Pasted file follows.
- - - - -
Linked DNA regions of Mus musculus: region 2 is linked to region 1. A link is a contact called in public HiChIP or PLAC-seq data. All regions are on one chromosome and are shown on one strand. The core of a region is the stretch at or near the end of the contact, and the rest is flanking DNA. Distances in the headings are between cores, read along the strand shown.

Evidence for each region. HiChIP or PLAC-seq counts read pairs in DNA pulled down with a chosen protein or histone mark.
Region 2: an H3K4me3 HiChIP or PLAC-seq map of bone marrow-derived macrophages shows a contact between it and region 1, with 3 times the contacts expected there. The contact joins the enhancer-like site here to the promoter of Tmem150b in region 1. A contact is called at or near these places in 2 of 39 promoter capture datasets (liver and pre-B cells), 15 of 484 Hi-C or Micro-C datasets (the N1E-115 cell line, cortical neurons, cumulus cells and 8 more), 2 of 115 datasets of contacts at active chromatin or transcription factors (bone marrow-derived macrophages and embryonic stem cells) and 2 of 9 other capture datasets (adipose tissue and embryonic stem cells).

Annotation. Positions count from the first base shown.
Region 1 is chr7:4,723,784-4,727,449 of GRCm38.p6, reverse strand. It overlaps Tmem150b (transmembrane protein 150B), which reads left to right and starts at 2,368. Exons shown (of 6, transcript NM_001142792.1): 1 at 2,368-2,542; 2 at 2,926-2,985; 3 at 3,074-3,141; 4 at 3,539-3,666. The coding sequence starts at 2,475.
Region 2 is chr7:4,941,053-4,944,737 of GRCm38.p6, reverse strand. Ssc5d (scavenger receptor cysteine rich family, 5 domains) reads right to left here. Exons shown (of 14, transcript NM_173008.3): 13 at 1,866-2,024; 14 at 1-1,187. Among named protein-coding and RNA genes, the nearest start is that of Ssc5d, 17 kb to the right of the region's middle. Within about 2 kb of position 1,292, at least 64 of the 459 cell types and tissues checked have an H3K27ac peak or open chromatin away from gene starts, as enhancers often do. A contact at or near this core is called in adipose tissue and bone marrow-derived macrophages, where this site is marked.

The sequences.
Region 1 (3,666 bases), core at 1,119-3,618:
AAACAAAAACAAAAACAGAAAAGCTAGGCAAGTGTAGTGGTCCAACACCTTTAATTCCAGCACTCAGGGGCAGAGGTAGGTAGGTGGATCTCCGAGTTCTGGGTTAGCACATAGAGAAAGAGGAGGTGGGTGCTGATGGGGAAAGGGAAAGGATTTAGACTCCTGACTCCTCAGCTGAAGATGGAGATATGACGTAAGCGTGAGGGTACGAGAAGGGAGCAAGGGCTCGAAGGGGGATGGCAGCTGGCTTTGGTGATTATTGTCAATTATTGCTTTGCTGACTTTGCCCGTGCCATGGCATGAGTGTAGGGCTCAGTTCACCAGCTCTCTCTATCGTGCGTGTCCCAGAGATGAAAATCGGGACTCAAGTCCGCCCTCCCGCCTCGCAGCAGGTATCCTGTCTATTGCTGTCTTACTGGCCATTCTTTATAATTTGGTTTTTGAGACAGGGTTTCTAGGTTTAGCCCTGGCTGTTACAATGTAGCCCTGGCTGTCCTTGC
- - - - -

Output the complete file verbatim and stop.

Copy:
Linked DNA regions of Mus musculus: region 2 is linked to region 1. A link is a contact called in public HiChIP or PLAC-seq data. All regions are on one chromosome and are shown on one strand. The core of a region is the stretch at or near the end of the contact, and the rest is flanking DNA. Distances in the headings are between cores, read along the strand shown.

Evidence for each region. HiChIP or PLAC-seq counts read pairs in DNA pulled down with a chosen protein or histone mark.
Region 2: an H3K4me3 HiChIP or PLAC-seq map of bone marrow-derived macrophages shows a contact between it and region 1, with 3 times the contacts expected there. The contact joins the enhancer-like site here to the promoter of Tmem150b in region 1. A contact is called at or near these places in 2 of 39 promoter capture datasets (liver and pre-B cells), 15 of 484 Hi-C or Micro-C datasets (the N1E-115 cell line, cortical neurons, cumulus cells and 8 more), 2 of 115 datasets of contacts at active chromatin or transcription factors (bone marrow-derived macrophages and embryonic stem cells) and 2 of 9 other capture datasets (adipose tissue and embryonic stem cells).

Annotation. Positions count from the first base shown.
Region 1 is chr7:4,723,784-4,727,449 of GRCm38.p6, reverse strand. It overlaps Tmem150b (transmembrane protein 150B), which reads left to right and starts at 2,368. Exons shown (of 6, transcript NM_001142792.1): 1 at 2,368-2,542; 2 at 2,926-2,985; 3 at 3,074-3,141; 4 at 3,539-3,666. The coding sequence starts at 2,475.
Region 2 is chr7:4,941,053-4,944,737 of GRCm38.p6, reverse strand. Ssc5d (scavenger receptor cysteine rich family, 5 domains) reads right to left here. Exons shown (of 14, transcript NM_173008.3): 13 at 1,866-2,024; 14 at 1-1,187. Among named protein-coding and RNA genes, the nearest start is that of Ssc5d, 17 kb to the right of the region's middle. Within about 2 kb of position 1,292, at least 64 of the 459 cell types and tissues checked have an H3K27ac peak or open chromatin away from gene starts, as enhancers often do. A contact at or near this core is called in adipose tissue and bone marrow-derived macrophages, where this site is marked.

The sequences.
Region 1 (3,666 bases), core at 1,119-3,618:
AAACAAAAACAAAAACAGAAAAGCTAGGCAAGTGTAGTGGTCCAACACCTTTAATTCCAGCACTCAGGGGCAGAGGTAGGTAGGTGGATCTCCGAGTTCTGGGTTAGCACATAGAGAAAGAGGAGGTGGGTGCTGATGGGGAAAGGGAAAGGATTTAGACTCCTGACTCCTCAGCTGAAGATGGAGATATGACGTAAGCGTGAGGGTACGAGAAGGGAGCAAGGGCTCGAAGGGGGATGGCAGCTGGCTTTGGTGATTATTGTCAATTATTGCTTTGCTGACTTTGCCCGTGCCATGGCATGAGTGTAGGGCTCAGTTCACCAGCTCTCTCTATCGTGCGTGTCCCAGAGATGAAAATCGGGACTCAAGTCCGCCCTCCCGCCTCGCAGCAGGTATCCTGTCTATTGCTGTCTTACTGGCCATTCTTTATAATTTGGTTTTTGAGACAGGGTTTCTAGGTTTAGCCCTGGCTGTTACAATGTAGCCCTGGCTGTCCTTGC